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Sunday, August 31, 2008

More on Permission Marketing

Seth Godin's Permission Marketing provides insights into the concept of obtaining permission from your clients and prospective clients to receive marketing messages, rather than forcing yourself into their space. He offers four chapters to the book free (as a device, of course, to obtain your permission to receive other materials -- and ultimately to purchase the entire book.)

Here is the Wikipedia definition of Permission Marketing:

Permission marketing is a term used in e-marketing. Marketers will ask permission before they send advertisements to prospective customers. It is used by some Internet marketers, email marketers, and telephone marketers. It requires that people first "opt-in", rather than allowing people to "opt-out" only after the advertisements have been sent.

Marketers feel that this is a more efficient use of their resources because advertisements are only sent to people that are actually interested in the product. This is one technique used by marketers that have a personal marketing orientation. They feel that marketing should be done on a one-to-one basis rather than using broad aggregated concepts like market segment or target market.

In the United Kingdom, opt-in is required for email marketing, under The Privacy and Electronic Communications (EC Directive) Regulations 2003. This came into force on the 11 December 2003.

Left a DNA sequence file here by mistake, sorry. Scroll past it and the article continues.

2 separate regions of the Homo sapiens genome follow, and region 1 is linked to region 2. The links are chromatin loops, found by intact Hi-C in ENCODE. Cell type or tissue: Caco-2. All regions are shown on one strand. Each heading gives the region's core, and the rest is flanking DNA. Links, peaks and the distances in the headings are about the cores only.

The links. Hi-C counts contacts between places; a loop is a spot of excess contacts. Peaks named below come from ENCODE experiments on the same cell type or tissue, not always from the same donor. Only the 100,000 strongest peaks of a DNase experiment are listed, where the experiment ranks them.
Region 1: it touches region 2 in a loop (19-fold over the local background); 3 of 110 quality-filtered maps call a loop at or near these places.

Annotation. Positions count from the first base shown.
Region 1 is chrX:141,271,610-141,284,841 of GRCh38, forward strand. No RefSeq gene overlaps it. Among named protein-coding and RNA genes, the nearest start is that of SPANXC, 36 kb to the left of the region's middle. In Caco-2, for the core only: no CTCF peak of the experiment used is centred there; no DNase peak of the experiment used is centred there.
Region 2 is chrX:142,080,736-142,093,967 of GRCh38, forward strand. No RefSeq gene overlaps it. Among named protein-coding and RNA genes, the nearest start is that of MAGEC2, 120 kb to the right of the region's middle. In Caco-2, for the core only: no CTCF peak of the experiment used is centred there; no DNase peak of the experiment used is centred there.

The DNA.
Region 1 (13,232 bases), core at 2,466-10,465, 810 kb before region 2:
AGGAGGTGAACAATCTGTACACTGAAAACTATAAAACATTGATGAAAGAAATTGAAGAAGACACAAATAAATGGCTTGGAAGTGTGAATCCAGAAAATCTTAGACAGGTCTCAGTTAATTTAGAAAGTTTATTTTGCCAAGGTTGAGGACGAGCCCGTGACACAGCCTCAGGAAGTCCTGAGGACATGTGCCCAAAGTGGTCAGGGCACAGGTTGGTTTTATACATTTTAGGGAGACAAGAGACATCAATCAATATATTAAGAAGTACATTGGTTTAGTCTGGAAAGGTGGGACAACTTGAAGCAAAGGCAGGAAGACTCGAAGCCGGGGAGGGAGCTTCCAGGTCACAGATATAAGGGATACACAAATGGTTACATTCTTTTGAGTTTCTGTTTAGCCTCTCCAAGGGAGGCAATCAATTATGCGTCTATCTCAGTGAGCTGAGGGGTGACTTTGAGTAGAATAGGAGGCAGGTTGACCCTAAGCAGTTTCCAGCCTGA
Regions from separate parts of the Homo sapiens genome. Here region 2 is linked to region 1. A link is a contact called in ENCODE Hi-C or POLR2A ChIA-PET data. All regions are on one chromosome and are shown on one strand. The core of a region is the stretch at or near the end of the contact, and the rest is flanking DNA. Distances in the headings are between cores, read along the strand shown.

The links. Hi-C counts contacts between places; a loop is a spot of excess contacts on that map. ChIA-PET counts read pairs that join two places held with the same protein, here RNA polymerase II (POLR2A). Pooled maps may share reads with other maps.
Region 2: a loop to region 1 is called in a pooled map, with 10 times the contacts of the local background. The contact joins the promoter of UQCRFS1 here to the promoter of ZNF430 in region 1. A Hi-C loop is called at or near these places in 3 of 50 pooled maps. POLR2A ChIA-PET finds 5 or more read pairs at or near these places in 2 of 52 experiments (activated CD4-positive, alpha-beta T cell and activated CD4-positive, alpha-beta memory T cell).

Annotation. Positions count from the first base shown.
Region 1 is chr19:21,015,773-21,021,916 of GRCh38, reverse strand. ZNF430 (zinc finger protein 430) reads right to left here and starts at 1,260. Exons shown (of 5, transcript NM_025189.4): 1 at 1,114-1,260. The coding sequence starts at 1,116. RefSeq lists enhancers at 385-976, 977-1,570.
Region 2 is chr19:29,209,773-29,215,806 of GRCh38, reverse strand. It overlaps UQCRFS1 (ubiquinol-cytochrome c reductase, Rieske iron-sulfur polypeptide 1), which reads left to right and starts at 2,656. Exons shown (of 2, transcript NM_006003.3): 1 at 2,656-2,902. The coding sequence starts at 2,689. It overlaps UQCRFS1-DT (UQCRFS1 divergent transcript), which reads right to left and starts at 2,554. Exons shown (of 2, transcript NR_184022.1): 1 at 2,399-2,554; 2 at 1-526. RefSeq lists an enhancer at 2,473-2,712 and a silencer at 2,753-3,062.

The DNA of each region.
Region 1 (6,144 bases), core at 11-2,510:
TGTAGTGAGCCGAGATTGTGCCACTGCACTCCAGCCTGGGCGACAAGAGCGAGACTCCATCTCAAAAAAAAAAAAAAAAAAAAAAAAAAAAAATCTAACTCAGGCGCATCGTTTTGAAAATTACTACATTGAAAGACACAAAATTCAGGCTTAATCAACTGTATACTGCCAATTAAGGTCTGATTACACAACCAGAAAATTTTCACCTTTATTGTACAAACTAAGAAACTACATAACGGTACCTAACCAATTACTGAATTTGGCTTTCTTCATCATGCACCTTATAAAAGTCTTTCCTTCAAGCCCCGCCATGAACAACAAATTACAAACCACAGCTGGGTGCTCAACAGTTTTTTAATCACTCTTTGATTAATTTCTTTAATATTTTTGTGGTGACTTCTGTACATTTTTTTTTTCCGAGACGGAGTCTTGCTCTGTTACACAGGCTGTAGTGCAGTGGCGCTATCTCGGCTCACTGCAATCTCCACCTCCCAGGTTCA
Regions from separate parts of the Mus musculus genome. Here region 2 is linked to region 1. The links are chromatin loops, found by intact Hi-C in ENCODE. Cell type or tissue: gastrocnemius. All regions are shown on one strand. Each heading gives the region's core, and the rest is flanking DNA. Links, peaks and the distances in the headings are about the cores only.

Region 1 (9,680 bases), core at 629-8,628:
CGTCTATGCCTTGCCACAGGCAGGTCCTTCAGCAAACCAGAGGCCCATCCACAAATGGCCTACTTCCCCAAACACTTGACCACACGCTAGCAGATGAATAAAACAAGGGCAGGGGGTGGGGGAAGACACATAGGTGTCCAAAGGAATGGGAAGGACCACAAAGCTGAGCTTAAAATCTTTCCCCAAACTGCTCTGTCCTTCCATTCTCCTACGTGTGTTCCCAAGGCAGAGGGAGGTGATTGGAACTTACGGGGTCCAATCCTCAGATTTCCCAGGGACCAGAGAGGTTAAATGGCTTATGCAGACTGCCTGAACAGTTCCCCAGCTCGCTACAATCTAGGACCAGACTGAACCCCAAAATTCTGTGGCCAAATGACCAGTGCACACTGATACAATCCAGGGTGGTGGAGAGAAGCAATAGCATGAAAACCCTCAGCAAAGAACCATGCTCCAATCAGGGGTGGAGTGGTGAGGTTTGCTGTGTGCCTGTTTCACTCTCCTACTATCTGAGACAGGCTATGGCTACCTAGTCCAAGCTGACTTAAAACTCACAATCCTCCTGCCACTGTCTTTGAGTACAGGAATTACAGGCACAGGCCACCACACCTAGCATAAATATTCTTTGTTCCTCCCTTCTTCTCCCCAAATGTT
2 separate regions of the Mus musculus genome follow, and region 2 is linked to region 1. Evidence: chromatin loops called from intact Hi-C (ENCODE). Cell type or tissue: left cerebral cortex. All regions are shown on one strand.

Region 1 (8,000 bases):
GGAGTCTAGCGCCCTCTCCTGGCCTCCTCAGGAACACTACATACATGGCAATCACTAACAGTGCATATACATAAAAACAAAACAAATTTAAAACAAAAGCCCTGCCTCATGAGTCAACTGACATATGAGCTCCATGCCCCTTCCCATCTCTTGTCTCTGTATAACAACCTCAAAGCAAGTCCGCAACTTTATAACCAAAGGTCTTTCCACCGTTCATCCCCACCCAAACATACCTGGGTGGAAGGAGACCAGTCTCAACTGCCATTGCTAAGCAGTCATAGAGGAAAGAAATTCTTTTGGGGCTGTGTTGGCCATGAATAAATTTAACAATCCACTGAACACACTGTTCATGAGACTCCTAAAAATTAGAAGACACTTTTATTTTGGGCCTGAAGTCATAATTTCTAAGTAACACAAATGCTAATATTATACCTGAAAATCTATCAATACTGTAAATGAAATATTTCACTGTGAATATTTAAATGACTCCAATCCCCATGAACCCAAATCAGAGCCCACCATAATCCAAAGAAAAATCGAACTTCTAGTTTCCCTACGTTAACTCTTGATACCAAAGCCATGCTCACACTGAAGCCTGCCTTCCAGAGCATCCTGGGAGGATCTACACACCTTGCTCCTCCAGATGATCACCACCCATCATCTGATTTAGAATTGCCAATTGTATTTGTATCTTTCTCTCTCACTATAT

Permission based marketing is believed to have been developed by Seth Godin, a well-established international marketing guru at the turn of the century. A key element of "permission" based marketing is that you are in essence, purchasing someone's time and getting their "attention" which has become increasingly valuable in what may be termed the 90-Second Economy.

Seth Godin offers four free chapters to his book on Permission Marketing here. I'm also participating in (an at present closed) group he started at

Clearly, the highest degree of Permission Marketing occurs when you enjoy great relationships with satisfied clients, who welcome further marketing communications from your organization. This should not be confused with pestering 'follow ups' -- I'm referring to the situations when you treat your clients so well they want to do business with you, and your follow up materials and offers provide real value in themselves, not just as come-ons to purchase more stuff.

Of course Permission Marketing is at the opposite end of the marketing frame of reference from hard-rock cold calling, telemarketing and canvassing, where the prospective client (or not) has no choice but to respond to the marketing inquiry, if only to (in anger) slam the door or phone!

In practice, we find a polarity in marketing between Permission Marketing and the other extreme -- intrusive marketing -- with less room for the other formats, primarily advertising, where you hope to attract attention through paid messages and cause people to contact you. In general, I expect you are in the best position if you can rely on Permission Marketing for virtually all of your marketing initiatives, but respect that in some cases you simply don't have enough stuff in the pipeline -- and you need to reach out and pull the business in. Then, the other, intrusive, alternatives, have a valid place in the picture.

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